How many times have you read the label on a package of bread or cereal and seen the words “whole grains”? And did you know exactly which grains were considered “whole”?

The FDA defines whole grains as consisting of the “intact, ground, cracked, or flaked fruit of the grain.” This includes the bran and germ.1 The following list of grains can be considered “whole” when they are eaten in their natural form. That means they are not processed.

  • whole grains | Activated YouWheat
  • Quinoa
  • Brown rice
  • Corn
  • Rye
  • Rolled oats
  • Barley
  • Sorghum
  • Spelt

If you’re not yet eating whole grains on the regular, you should start. Read on to find out more about why they’re important for your diet.

Eating Whole Grains for Vitamins

It’s often said that fruits and vegetables are great for overall wellness. While that’s true, don’t forget about the vitamins and minerals in whole grains. You’re likely to add the following nutrients to your diet:

  • B Vitamins
  • Folic acid
  • Vitamin E
  • Magnesium
  • Selenium
  • Copper
  • Zinc
  • Dietary fiber2

Whole-grain foods are also chock full of phytochemicals. These vitamins and minerals might be able to help you stay in good health. Interested in the benefits of whole grains? Keep reading.

Why Are Whole Grains so Good For You?

So, you know that whole grains, like wheat, might be good for you. But have you ever thought about why? Whole grains might help lower the risk of certain chronic health issues. Turns out, they’re linked to the following health benefits:

  • Reduced risk of obesity
  • Weight loss
  • Reduced risk of heart health issues
  • Reduced chance of high blood pressure
  • Improved gut health3

whole grains | Activated YouNot a bad start to better health, right? But remember, this refers only to whole, unrefined grains.

Refined grains are different. That’s because refined grains have been milled to extract the bran and germ. And this takes away most of the iron, dietary fiber, and other nutrients found in whole grains.4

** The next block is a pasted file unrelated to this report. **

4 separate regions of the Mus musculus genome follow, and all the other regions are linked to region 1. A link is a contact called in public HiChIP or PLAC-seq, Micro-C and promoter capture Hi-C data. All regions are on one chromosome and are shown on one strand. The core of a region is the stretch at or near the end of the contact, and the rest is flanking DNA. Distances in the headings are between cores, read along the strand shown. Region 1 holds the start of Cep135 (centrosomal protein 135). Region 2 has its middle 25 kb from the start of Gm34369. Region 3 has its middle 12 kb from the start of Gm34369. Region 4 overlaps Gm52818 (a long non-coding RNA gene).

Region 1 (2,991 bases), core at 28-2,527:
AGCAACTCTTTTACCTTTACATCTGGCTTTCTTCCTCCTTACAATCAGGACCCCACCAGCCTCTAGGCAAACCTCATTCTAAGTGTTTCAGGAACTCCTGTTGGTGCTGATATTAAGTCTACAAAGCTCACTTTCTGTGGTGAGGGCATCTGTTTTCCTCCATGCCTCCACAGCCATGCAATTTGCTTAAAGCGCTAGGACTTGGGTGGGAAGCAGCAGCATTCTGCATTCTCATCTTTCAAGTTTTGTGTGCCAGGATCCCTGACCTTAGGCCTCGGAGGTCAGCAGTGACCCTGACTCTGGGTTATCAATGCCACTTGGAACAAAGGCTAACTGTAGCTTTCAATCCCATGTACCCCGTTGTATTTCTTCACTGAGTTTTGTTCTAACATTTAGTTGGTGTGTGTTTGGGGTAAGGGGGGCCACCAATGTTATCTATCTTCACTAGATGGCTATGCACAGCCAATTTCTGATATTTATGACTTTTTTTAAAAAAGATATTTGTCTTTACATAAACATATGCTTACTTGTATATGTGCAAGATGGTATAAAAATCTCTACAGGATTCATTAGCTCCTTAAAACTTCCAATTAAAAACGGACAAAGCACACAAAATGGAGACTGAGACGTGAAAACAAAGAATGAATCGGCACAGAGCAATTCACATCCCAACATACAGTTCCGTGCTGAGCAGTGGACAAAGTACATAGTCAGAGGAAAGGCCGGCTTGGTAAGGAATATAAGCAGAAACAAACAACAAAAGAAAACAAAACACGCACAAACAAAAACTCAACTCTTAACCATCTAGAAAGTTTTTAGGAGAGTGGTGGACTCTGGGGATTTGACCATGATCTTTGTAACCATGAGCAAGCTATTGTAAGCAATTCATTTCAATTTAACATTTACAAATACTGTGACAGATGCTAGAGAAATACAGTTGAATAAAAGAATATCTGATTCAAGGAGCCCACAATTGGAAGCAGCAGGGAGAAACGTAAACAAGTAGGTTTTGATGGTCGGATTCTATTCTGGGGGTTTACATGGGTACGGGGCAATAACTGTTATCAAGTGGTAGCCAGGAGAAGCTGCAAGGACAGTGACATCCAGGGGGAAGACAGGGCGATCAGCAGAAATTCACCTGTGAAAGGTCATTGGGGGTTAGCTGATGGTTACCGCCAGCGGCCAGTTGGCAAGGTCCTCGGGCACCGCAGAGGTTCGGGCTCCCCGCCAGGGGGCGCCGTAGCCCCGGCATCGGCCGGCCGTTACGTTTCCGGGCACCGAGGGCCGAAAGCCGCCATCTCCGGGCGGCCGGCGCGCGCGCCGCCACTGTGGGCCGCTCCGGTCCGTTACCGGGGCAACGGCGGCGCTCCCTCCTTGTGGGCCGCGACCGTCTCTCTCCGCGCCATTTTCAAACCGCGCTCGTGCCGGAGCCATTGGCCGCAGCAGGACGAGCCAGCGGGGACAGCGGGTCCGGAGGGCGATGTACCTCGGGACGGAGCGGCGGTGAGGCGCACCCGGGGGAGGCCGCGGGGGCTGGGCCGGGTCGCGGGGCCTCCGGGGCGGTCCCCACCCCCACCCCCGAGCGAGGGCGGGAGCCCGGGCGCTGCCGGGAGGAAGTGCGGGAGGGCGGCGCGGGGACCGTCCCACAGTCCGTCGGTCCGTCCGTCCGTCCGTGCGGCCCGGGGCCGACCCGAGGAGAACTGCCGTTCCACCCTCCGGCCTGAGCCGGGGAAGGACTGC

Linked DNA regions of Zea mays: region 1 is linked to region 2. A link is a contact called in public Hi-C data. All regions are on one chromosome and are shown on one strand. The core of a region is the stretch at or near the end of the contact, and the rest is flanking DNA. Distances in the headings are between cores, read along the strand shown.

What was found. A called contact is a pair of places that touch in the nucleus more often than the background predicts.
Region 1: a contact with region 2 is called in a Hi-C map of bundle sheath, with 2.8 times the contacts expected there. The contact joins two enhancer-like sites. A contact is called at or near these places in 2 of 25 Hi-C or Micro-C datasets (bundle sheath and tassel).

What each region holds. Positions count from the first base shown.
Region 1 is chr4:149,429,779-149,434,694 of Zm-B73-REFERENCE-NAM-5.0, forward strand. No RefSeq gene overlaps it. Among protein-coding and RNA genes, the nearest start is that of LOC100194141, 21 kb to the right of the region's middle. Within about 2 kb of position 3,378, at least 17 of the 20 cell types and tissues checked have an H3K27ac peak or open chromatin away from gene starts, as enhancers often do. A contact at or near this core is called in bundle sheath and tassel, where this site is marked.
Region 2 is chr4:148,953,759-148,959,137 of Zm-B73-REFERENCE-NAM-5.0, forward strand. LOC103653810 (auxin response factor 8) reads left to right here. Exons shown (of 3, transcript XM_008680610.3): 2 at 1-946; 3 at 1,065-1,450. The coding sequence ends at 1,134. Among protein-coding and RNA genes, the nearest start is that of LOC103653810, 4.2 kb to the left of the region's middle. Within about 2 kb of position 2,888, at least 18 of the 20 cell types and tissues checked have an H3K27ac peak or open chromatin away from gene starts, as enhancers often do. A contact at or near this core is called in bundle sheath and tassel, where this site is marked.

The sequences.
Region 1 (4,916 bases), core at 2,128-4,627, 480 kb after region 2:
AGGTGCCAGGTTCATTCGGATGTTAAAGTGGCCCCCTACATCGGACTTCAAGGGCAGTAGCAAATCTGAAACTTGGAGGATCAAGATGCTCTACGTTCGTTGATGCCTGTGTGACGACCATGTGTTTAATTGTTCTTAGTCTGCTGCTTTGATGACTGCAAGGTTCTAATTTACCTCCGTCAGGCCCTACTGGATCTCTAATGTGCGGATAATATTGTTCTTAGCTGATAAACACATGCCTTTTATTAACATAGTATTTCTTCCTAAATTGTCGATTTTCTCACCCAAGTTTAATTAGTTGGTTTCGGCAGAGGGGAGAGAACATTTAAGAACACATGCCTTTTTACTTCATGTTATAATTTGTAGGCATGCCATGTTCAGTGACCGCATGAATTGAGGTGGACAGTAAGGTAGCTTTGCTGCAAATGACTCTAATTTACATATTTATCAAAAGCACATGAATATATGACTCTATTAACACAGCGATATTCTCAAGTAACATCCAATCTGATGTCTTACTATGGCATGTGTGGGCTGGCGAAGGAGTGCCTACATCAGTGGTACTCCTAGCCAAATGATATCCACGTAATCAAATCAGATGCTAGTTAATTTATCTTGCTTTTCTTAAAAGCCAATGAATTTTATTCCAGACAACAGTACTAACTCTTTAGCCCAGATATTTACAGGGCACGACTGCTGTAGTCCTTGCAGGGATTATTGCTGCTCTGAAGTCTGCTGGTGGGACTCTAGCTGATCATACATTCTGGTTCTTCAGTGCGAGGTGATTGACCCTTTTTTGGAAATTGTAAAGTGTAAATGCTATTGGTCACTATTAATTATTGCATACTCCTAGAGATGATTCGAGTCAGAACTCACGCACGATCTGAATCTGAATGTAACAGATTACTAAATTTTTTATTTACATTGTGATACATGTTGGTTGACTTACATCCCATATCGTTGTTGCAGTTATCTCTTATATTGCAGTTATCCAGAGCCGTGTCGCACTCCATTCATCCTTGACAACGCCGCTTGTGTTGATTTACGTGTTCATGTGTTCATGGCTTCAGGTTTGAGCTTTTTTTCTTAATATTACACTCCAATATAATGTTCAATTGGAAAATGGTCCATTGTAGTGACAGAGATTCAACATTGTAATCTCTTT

And when eating whole grains (or whole grain-based products) it’s best to pay close attention the portion size. One of the reasons some people associate grains (yes, even whole grains) with obesity is that many people simply eat too many   — well beyond a single serving.

When refined grains are milled, their shelf life is improved. But the loss of dietary fiber, iron, and B vitamins in refined grains (like wheat flour) is significant.

So, if you’re going to get your vitamins from refined grains, try to avoid these refined grains:

  • All-purpose flour
  • Wheat flour
  • Degermed cornmeal
  • White bread
  • White rice

Whole Grains: The Nutrient Breakdown

Remember, you want to focus on finding whole-wheat bread, whole-wheat pasta, and other whole grain products. That’s because the nutrient content is naturally higher in whole-grain foods. Nutrients can get diminished when refined flours are manufactured.5 That said, the following nutrients can be found in many whole grain products.

B Vitamins

There are quite a few B vitamins, which might help with metabolism. Overall, B vitamins help maintain healthy enzymes so they can do their jobs. These bodily functions include…

  • Releasing energy from carbohydrates and fat
  • Breaking down amino acids
  • Transporting oxygen